Resourcing Director, Centrica
Smart Energy Expert, Centrica
Major efforts are under way within the energy sector to bring greater diversity to the workforce.
Women have traditionally been under-represented in the engineering workforce. Within the energy sector, that has been a long-standing issue with women only forming a fraction of engineers operating in the field.
But the landscape is changing with organisations such as energy services and solutions provider Centrica who are striving to address gender balance by actively recruiting more women engineers and provide career development opportunities for under-represented groups.
Its goal is to have 1,000 new apprentices by 2022 – with an aspiration for half of them to be women – as part of a drive to recruit 3,500 apprentices by 2030.
At present, only 8% of the company’s 9,000 field engineers and technicians are women but Resourcing Director Karen Hutcheson is determined to tackle that imbalance and break the gender stereotypes surrounding the gas and energy sector workforce.
A working mum who has worked for Centrica for 11 years, she remains acutely aware of the need to attract more women into the workforce of the energy provider, which has 10 million customers and brands such as British Gas.
I look forward to the day we can stop talking about female engineers and simply talk about engineers.
With flexible working patterns, the opportunities for women in engineering are looking brighter than ever, adds Karen. But the more difficult part lies in challenging gender stereotypes in the industry and making sure women feel welcome, comfortable and excited about working in the sector.
Karen believes now is the time to build on changes created during the pandemic and ensure the energy industry is a place where people of all genders, ages and backgrounds feel comfortable working.
“The pandemic has given us an opportunity to reach women who find themselves in all sorts of new circumstances,” she explains. “We want to target the women returning to work after having children, those who need flexibility to look after elderly parents, or who have been displaced by lockdown measures.”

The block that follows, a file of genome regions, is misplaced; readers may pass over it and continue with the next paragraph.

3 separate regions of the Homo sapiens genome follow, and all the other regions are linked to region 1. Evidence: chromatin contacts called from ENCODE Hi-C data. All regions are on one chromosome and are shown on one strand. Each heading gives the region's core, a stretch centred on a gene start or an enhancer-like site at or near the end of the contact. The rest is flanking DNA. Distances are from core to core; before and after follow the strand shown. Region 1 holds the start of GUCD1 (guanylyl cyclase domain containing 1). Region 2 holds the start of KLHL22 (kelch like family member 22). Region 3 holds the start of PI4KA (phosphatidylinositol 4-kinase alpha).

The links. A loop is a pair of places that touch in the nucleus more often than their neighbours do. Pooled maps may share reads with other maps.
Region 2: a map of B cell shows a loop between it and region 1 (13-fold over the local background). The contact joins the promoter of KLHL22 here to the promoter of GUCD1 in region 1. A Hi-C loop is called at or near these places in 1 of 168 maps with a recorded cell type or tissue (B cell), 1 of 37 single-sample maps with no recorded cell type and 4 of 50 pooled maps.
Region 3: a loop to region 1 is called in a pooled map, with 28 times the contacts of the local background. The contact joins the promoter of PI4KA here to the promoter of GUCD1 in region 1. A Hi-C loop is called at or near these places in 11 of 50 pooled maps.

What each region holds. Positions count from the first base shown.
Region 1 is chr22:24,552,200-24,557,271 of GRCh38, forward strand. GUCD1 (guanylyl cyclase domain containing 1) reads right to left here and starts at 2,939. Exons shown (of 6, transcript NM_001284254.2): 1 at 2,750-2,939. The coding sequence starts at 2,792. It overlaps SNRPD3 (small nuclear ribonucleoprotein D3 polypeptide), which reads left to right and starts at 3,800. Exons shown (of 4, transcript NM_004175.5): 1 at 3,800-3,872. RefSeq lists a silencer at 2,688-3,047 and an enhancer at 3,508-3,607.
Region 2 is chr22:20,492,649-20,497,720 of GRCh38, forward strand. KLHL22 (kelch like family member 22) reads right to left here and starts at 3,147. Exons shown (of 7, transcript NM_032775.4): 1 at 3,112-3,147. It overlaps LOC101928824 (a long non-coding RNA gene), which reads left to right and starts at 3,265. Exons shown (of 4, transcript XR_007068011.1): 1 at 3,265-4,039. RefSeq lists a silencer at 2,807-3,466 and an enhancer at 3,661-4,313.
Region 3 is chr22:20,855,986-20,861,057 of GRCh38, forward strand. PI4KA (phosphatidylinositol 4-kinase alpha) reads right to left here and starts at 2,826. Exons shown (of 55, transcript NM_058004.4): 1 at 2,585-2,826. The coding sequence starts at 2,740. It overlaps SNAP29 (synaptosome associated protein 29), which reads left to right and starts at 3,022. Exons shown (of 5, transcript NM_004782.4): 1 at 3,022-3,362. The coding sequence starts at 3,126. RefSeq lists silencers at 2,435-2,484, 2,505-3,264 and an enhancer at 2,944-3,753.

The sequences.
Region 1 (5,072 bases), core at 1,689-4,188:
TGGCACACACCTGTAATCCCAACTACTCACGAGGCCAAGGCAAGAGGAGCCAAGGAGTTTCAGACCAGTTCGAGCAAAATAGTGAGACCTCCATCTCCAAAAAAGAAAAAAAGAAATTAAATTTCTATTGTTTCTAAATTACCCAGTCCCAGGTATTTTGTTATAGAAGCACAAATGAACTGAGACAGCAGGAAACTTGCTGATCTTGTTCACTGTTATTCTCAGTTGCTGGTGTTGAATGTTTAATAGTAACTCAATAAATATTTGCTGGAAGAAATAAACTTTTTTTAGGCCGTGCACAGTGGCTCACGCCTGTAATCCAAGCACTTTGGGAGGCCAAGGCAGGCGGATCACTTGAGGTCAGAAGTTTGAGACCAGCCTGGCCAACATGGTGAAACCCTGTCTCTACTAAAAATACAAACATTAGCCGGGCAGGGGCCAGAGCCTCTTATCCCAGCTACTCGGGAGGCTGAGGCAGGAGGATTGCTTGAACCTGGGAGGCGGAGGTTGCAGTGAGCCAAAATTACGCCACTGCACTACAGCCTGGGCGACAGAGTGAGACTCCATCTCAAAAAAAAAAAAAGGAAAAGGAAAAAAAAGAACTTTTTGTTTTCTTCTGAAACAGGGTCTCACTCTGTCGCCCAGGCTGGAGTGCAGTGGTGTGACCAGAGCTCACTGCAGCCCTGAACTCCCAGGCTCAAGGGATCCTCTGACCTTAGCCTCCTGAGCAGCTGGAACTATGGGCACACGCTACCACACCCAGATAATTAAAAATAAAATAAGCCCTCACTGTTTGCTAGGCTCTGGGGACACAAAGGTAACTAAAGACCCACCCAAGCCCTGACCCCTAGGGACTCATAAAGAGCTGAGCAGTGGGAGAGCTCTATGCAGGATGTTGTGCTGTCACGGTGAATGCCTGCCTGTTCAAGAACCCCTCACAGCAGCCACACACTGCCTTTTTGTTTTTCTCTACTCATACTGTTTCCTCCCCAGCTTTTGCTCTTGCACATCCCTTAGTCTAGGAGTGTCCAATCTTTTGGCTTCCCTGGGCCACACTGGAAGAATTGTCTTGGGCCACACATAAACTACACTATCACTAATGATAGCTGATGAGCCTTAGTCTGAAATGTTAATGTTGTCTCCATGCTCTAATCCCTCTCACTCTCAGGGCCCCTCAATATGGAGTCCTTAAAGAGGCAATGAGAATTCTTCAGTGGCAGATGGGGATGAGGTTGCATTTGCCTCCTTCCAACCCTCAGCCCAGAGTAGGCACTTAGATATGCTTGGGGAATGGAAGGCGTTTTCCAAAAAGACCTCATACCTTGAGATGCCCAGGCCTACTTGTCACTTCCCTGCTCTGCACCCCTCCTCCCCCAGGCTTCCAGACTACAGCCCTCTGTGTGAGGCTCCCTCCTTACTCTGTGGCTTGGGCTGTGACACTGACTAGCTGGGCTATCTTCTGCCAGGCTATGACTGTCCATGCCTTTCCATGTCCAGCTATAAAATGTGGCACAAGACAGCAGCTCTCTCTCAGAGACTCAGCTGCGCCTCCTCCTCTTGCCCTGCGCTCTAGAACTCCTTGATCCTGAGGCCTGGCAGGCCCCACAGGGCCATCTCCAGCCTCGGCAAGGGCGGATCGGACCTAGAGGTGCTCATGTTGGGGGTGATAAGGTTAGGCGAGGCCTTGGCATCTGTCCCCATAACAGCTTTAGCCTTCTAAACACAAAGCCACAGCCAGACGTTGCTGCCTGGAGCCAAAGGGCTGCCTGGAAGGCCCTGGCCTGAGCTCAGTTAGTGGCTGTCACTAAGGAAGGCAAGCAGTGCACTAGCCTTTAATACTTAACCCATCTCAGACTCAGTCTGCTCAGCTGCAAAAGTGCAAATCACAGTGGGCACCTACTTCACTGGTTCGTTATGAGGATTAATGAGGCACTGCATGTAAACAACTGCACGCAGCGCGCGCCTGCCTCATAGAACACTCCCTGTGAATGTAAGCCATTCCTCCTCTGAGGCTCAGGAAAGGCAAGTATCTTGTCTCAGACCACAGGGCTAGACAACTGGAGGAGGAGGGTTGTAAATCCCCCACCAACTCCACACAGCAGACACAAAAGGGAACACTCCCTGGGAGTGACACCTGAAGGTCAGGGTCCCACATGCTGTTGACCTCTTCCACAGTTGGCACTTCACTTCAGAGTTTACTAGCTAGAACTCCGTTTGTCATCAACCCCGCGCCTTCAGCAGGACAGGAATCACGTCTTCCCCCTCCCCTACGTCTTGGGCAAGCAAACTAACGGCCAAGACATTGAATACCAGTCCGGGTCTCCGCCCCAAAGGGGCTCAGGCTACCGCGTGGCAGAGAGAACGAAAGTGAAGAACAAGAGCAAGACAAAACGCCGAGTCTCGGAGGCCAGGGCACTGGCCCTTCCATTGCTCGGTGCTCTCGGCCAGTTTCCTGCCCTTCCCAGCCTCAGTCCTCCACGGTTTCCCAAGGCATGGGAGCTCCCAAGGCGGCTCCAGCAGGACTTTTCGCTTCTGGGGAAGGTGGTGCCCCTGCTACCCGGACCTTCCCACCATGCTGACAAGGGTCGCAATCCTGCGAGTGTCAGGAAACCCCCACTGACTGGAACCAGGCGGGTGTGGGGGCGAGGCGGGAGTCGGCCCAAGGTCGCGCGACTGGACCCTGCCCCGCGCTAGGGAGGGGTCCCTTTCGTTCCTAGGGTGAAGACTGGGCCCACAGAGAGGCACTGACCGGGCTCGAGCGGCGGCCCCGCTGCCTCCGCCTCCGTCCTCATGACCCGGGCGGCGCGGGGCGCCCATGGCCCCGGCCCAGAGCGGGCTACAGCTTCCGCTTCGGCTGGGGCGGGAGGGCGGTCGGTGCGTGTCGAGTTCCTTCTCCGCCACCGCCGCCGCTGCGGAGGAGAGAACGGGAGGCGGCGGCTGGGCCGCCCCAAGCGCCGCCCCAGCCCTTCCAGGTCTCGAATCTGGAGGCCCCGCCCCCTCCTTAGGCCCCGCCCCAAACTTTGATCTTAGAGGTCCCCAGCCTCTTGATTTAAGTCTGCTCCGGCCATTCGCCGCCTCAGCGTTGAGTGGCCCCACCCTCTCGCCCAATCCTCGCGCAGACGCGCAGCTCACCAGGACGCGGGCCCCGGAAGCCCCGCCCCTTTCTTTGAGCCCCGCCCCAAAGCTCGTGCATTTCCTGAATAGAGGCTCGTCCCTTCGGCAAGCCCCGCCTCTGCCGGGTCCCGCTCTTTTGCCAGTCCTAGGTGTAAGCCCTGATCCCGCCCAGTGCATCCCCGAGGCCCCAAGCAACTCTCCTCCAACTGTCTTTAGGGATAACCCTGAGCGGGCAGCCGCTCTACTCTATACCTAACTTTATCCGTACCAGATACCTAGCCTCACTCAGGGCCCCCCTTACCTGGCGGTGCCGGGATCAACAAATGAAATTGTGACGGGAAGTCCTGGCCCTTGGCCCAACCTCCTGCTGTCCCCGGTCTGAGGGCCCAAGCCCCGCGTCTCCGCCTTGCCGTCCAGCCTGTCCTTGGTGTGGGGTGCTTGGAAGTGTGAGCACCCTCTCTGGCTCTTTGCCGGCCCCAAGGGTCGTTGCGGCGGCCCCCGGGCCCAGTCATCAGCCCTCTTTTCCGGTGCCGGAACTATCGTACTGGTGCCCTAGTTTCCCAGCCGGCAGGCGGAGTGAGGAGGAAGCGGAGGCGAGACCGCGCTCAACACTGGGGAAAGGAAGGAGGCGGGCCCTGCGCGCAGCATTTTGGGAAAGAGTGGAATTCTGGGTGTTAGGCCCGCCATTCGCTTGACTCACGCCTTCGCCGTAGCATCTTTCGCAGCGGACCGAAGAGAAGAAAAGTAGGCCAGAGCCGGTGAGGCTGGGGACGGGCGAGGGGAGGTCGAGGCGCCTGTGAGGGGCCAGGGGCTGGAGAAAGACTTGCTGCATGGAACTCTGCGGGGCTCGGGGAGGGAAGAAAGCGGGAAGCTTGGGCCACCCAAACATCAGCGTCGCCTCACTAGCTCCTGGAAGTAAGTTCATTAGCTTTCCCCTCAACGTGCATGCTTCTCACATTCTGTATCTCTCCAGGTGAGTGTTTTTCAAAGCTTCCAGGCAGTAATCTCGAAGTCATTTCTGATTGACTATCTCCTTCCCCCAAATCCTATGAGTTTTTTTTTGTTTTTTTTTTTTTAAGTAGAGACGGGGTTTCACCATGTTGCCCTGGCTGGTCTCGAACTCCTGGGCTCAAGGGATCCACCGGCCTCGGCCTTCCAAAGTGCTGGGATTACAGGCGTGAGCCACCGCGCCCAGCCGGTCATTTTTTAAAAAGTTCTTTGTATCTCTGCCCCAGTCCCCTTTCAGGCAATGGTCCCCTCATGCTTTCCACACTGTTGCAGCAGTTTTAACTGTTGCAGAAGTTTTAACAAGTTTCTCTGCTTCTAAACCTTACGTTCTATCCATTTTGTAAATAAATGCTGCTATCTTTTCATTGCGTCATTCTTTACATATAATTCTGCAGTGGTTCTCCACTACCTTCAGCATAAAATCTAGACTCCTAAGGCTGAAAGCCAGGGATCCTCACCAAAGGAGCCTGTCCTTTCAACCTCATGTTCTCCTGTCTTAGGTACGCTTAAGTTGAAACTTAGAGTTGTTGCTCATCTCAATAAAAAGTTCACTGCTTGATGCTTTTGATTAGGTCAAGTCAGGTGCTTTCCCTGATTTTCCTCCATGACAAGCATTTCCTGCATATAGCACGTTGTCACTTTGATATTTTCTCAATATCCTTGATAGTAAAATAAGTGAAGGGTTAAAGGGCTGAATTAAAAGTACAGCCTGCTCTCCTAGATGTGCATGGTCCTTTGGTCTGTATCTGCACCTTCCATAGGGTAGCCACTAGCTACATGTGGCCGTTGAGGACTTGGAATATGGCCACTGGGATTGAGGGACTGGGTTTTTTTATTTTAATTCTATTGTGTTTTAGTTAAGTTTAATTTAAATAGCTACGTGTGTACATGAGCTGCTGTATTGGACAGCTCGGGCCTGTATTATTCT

That involves offering manageable training and work patterns, addressing practical questions such as are there enough female toilets or uniforms and boots that fit women, or how to keep engineers safe when they go into people’s homes. “I look forward to the day we can stop talking about female engineers and simply talk about engineers,” she says.
Clarice Payne recently started her apprenticeship with British Gas to be a Smart Energy Expert after leaving the NHS where her technician role had become increasingly desk-based. It was the desire to do something more practical that motivated her to apply for the job.
“I loved the way it was aimed at women,” she says. With her apprenticeship, she feels she is constantly learning alongside a mentor, who helps her put what she learns into practice.
“I’m seeing first-hand how the job is done and gaining experience all the time. Whether it’s exchanging an electricity meter or installing a new smart meter, I feel supported throughout the process,” she adds.
Clarice has been impressed by the learning style and practical elements of the course. “No day is ever the same, and I find it interesting to work with different customers, in a variety of locations,” she says. “I think one of the biggest challenges is changing the mindset of some people who believe women should not be engineers.
“My perception is that it’s always been a male-dominated job role, but I want to represent women and play my part in showing people that anyone can work in engineering.”
Advice she would give to anyone thinking about applying for an engineering apprenticeship, is “go for it!”
“The job has variety,” adds Clarice. “It’s different every day.”
Alongside the recruitment effort aimed at women, Centrica has signed up to the Tech She Can Charter, a commitment by organisations to increase women working in technology roles.